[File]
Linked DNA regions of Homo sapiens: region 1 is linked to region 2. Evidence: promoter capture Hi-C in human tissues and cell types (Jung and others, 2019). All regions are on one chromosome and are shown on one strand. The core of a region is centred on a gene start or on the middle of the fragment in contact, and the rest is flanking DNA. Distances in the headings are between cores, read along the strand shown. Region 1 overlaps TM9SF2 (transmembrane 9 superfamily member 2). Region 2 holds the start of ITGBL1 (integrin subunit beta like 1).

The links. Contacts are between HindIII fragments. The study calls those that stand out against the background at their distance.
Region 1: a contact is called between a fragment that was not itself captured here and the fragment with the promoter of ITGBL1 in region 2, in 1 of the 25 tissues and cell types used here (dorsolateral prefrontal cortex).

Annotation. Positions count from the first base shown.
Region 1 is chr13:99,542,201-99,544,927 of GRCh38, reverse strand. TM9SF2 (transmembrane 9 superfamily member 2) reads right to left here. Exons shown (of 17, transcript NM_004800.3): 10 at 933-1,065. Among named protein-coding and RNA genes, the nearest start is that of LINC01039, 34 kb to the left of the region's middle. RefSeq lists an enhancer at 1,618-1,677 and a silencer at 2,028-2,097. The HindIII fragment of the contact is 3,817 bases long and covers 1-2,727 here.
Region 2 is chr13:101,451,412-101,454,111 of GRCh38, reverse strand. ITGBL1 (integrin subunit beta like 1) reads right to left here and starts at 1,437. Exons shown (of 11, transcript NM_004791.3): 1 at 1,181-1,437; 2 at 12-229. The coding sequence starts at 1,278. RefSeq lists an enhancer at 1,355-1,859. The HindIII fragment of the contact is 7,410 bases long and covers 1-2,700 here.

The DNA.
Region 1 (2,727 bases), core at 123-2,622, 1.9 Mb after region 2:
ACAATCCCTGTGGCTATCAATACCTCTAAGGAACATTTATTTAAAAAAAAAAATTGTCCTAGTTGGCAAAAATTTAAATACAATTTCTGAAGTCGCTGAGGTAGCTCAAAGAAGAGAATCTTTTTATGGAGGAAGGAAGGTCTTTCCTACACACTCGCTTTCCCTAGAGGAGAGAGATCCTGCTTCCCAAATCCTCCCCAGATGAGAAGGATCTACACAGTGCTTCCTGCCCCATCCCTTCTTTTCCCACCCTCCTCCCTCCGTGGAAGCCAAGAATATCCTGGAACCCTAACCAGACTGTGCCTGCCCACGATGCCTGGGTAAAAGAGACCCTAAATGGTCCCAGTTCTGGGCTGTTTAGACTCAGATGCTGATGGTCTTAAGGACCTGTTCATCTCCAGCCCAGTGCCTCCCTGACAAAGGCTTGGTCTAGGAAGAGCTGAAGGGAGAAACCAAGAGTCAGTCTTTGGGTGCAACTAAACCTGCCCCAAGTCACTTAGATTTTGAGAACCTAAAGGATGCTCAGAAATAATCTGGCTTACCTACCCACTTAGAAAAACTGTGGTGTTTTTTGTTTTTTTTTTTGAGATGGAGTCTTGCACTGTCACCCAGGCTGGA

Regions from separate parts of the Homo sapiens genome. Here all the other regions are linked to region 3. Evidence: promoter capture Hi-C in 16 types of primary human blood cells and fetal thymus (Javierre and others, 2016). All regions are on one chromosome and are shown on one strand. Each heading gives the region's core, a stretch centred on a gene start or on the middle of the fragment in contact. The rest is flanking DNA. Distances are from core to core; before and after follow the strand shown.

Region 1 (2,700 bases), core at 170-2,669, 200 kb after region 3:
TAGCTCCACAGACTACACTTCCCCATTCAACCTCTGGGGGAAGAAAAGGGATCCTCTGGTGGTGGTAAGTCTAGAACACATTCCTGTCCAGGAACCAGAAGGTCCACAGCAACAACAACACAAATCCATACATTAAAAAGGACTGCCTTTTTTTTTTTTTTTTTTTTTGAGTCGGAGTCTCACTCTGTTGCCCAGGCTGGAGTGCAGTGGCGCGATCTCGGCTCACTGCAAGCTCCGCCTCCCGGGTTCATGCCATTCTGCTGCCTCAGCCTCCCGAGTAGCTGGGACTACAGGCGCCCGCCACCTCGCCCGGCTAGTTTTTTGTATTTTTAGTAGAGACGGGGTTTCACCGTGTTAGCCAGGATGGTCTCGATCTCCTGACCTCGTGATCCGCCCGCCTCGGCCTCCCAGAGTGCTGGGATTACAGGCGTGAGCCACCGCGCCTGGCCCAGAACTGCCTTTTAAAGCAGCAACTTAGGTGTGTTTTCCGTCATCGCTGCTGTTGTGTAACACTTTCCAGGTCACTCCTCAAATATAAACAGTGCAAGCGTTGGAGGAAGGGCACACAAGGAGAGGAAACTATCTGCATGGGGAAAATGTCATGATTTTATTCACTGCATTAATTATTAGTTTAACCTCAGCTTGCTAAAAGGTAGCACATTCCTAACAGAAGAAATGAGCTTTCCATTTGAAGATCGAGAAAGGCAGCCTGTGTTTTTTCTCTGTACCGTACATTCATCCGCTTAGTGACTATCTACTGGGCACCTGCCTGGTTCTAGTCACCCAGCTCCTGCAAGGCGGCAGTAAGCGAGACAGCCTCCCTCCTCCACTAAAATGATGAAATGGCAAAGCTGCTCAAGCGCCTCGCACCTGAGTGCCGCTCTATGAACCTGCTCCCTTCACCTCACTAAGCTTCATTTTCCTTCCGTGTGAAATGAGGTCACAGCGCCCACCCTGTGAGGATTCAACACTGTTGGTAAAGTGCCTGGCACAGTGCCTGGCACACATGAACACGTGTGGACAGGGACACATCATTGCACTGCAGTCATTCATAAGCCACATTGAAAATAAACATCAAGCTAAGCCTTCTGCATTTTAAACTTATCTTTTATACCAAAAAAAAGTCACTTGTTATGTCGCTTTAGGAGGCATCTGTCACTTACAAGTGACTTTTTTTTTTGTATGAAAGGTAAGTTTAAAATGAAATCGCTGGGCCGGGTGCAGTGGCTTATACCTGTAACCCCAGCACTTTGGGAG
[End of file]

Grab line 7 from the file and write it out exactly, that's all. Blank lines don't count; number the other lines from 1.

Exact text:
The DNA.